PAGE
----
Common Law Reasoning and Institutions
Essay Title: ‘Judicial precedent is best understood as a practice of the courts and not as a set of binding rules. As a practice it could be refined or changed by the courts as they wish.’
Student Number: 090500532
The declaratory theory of English common law is that the function of the judge is to declare what has always been the correct legal position at common law. In carrying out this task judges should aim to treat like cases alike so as to bring certainty and consistency to the application of the law and for this purpose they should observe the doctrine of precedent based on the hierarchy of courts. This declaratory theory preserves the constitutional role of the judges and leaves the task of legislating to the Parliament.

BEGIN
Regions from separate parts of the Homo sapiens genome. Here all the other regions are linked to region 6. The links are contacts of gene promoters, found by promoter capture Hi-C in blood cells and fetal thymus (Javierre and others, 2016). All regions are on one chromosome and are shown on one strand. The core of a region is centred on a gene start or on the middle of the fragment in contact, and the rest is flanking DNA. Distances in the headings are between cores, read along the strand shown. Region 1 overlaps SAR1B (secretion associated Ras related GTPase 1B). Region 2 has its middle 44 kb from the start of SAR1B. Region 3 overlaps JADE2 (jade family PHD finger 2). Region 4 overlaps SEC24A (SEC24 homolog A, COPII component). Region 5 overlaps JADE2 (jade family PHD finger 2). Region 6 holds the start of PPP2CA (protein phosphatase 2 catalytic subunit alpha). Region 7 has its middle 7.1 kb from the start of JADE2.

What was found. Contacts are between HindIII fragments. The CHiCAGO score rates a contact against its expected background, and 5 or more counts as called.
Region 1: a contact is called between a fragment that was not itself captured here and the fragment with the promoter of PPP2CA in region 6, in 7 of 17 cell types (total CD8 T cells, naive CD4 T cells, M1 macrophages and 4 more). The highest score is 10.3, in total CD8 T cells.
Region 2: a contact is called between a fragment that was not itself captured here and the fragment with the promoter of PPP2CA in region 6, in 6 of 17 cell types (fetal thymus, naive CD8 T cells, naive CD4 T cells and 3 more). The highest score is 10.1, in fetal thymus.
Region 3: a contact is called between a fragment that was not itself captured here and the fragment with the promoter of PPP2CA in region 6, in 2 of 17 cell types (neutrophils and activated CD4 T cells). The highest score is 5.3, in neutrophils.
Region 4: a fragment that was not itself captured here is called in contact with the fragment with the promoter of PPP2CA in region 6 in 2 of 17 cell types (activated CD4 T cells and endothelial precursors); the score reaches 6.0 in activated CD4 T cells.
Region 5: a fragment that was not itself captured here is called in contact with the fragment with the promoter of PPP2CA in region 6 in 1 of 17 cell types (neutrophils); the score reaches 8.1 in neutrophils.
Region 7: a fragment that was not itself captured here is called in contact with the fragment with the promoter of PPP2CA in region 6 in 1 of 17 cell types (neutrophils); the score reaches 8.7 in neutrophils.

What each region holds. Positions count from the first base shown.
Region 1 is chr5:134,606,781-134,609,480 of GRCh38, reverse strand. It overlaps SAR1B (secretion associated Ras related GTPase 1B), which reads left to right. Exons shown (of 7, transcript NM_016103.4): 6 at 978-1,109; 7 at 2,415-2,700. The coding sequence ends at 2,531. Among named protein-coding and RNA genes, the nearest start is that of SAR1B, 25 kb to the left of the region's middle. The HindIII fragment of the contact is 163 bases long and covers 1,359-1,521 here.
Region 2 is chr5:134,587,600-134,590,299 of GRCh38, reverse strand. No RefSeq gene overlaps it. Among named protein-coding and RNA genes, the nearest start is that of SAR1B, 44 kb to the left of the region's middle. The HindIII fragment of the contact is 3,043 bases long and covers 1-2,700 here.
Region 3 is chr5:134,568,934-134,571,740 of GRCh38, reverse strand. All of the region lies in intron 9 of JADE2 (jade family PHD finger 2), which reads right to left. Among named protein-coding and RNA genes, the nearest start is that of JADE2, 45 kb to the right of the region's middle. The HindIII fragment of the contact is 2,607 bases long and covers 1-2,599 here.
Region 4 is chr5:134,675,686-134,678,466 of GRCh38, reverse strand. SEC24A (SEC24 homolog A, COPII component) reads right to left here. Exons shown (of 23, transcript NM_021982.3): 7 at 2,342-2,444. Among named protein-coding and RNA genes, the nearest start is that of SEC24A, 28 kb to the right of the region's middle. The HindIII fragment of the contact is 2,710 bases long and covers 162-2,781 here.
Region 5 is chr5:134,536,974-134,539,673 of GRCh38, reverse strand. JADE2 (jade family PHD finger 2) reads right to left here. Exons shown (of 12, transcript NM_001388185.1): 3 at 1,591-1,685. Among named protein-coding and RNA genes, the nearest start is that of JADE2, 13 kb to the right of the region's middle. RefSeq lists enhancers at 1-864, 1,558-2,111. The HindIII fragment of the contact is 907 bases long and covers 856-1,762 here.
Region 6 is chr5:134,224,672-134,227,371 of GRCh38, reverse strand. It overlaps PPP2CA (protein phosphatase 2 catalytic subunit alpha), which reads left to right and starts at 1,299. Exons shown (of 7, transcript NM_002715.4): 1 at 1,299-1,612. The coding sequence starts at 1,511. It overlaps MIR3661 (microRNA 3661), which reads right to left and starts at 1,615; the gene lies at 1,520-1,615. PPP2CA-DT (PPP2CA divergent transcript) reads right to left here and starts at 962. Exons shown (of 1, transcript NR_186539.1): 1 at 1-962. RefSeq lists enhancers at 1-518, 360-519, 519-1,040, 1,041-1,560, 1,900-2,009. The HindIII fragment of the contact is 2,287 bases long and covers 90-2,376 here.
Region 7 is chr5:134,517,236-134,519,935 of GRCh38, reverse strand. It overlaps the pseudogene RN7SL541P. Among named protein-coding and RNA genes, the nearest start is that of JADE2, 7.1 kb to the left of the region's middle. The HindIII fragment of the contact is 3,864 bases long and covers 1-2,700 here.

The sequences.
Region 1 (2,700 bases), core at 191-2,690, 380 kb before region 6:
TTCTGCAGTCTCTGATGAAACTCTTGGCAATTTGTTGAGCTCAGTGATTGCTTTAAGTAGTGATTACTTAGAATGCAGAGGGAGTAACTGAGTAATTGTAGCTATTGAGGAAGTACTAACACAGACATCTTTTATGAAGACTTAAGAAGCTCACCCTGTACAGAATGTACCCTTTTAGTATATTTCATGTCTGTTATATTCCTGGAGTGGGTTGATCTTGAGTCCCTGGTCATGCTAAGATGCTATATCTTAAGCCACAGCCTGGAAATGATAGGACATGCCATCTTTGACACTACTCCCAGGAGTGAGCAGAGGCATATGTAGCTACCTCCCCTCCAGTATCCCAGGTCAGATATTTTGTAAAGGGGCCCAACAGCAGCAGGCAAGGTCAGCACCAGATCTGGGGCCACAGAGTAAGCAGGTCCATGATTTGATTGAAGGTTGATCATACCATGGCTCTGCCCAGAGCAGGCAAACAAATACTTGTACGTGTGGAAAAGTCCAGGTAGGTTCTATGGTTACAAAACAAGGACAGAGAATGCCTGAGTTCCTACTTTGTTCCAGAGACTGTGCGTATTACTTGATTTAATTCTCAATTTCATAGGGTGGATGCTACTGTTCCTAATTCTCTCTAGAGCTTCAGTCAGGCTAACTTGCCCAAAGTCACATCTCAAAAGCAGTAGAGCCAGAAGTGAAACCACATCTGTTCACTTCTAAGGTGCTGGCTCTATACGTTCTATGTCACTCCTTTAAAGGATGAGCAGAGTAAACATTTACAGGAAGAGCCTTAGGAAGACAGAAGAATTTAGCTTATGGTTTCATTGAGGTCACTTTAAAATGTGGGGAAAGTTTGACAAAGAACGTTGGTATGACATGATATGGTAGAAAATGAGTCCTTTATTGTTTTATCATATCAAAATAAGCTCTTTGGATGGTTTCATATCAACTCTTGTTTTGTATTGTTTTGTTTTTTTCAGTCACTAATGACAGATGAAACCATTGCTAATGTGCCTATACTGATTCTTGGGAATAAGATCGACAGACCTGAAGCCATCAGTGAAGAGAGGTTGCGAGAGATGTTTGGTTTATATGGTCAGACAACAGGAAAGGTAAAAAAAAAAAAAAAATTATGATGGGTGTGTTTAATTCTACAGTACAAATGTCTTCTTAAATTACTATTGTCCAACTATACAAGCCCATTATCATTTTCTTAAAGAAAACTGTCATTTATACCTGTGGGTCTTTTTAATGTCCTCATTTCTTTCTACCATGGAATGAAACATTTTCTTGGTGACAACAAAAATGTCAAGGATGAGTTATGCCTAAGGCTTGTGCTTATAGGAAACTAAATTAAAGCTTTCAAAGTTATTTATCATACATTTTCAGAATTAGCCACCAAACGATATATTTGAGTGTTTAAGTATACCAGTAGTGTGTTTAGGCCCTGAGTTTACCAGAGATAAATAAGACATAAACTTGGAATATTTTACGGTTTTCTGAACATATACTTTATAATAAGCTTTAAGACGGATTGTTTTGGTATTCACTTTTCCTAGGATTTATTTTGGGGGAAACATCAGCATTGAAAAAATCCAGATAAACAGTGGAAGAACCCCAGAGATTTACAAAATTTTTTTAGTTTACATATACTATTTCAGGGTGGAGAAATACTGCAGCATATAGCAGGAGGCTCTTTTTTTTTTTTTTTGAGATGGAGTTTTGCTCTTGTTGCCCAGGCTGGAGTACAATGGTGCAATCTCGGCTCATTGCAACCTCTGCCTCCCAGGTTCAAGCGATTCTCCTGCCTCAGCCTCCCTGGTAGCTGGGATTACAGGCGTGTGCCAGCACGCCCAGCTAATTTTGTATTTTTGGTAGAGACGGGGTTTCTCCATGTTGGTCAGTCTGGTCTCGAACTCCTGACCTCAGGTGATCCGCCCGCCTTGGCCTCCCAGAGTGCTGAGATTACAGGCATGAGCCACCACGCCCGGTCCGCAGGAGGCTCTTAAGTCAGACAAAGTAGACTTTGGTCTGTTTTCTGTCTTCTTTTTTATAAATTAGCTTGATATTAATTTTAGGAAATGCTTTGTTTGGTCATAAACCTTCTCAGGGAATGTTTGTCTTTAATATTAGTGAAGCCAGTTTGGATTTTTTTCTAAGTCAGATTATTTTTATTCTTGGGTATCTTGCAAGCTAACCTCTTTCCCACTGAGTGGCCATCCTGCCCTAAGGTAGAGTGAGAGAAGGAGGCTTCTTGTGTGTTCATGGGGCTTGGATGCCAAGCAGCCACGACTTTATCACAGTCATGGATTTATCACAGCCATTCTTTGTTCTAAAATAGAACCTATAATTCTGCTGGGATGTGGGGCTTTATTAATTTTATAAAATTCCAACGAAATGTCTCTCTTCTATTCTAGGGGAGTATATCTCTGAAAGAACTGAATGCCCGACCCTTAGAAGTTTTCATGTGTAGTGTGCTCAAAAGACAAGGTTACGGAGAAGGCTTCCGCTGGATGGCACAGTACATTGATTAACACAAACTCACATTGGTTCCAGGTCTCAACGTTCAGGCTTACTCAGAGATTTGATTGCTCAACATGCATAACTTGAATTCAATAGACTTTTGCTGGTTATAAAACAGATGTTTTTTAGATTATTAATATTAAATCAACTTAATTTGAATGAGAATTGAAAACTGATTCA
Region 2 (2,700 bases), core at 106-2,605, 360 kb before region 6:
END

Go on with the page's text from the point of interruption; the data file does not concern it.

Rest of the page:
The doctrine of judicial precedent is based on the principle of stare decisis which means that like cases should be treated alike. The general rule is that all courts are bound to follow decisions made by courts higher than themselves in the hierarchy and appellate courts are usually bound by their own previous decisions. This is known as the principle of stare rationibus decidendis; usually referred to as stare decisis. It translates simply as ‘Let the decision stand’. Stare rationibus decidendis is the more accurate statement because, as we shall see, it is the reasoning (rationibus) that is the vital binding element in judicial precedent. However, nobody actually refers to it this way. What stare decisis means in practice is that when a court makes a decision in a case then any courts which are of equal or lower status that must follow that previous decision if the case before them is similar to that earlier case. So, once one court has decided a matter other inferior courts are bound to follow that decision.
The practice of precedent was established in the mid-nineteenth century and reaffirmed in 1898 in London Street... [continues]
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